Generally, the only eye care covered by regular health insurance is due to illness, injury, or other major medical problem that involves the eyes. Health insurance does not cover eye exams, glasses, or related expenses. Without vision insurance, you are responsible for paying the full price for eye exams and any initial or replacement eyeglass lenses, frames, and/or contacts.
Generally, insurance companies offer two types of vision insurance: benefits packages that give you access to a capped dollar amount of services and products and discount plans simply give you a predetermined discount, such as 20% on qualified services.
The amount of savings generated by your vision plan will depend on how many new products and services you purchase in a year. For example, according to Vision Service Plan, the national average cost for the following products and services are as follows: $206 for an eye exam, $114 for a single lens, and $242 for frames, amounting to $562.
If you purchase a basic discount plan that costs $5 per month and that provides a 30% discount on all services and products, you would save about $108. Of course, plans and expenses vary, however, expect to save between $100 and $200.
Vision Insurance and Covered Expenses
Each plan covers a different set of expenses. Before signing up for any plan, check to see if it covers everything you expect to need. Bare-bones plans usually cover only eye exams, contacts, and glasses and may function more like discount plans than they do insurance.
The amount of eye-related expenses a vision insurance plan will cover differs significantly from plan to plan. One plan might charge you a $10 copayment for an eye exam and cover the difference. Another plan might pay for $35 of your exam and expect you to pay the rest. Also, if a plan does offer coverage for eye surgery or permanent vision loss, it may not be anything like the coverage you’re used to getting from health insurance.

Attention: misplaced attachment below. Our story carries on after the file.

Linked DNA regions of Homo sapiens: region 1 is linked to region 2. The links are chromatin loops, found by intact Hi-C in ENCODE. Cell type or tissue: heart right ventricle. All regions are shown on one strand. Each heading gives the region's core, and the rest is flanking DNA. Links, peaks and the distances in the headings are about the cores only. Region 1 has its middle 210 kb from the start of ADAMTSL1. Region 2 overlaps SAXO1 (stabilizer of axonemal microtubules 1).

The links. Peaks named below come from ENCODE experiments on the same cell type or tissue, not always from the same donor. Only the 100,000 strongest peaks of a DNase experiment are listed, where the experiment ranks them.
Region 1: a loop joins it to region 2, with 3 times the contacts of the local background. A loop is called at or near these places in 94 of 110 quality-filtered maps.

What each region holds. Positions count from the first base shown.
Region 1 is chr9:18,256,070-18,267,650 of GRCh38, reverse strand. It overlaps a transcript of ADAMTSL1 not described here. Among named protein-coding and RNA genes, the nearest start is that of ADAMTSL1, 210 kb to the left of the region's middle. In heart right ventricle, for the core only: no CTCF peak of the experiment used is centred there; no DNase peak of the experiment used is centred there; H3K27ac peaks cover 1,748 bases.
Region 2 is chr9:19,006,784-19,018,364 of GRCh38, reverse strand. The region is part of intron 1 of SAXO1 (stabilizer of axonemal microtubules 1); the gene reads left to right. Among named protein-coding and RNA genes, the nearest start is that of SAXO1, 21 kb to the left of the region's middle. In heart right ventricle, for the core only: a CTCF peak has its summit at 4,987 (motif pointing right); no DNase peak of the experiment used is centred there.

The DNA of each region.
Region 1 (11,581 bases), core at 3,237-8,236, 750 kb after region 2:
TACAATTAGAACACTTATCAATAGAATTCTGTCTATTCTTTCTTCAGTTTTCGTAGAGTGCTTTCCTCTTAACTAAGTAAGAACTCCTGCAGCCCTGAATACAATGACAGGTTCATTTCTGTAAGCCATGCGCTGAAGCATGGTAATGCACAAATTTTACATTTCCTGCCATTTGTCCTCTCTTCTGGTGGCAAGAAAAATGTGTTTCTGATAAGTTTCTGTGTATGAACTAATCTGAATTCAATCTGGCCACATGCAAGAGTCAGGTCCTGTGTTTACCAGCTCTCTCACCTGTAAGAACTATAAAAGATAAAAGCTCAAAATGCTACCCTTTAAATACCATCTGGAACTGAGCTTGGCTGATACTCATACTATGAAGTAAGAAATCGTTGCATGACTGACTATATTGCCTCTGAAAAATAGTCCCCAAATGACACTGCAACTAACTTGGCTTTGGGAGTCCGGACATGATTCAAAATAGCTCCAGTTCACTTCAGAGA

Note that no vision insurance plan covers elective surgeries such as Lasik; however, some may provide members with a small coupon.
Example of Vision Insurance
The largest vision insurance provider in the United States is VSP Vision Care. Founded in 1955 by a group of optometrists, VSP currently has 88 million members and more than 40,000 doctors in its network.
VSP Vision offers two types of plans: Standard and EasyOptions. For the Standard plan, depending on your ZIP code, monthly premiums start at just $13 with an eye exam copay of $15, covering up to $150 in new frames. Though it does not cover Lasik, you can receive a coupon for an average of 15% off of your services.
The EasyOptions plan is a bit more expensive at around $24 per month. This plan has all the same benefits the Standard does but allows members to customize their benefits package by allocating more money toward the products they use more often.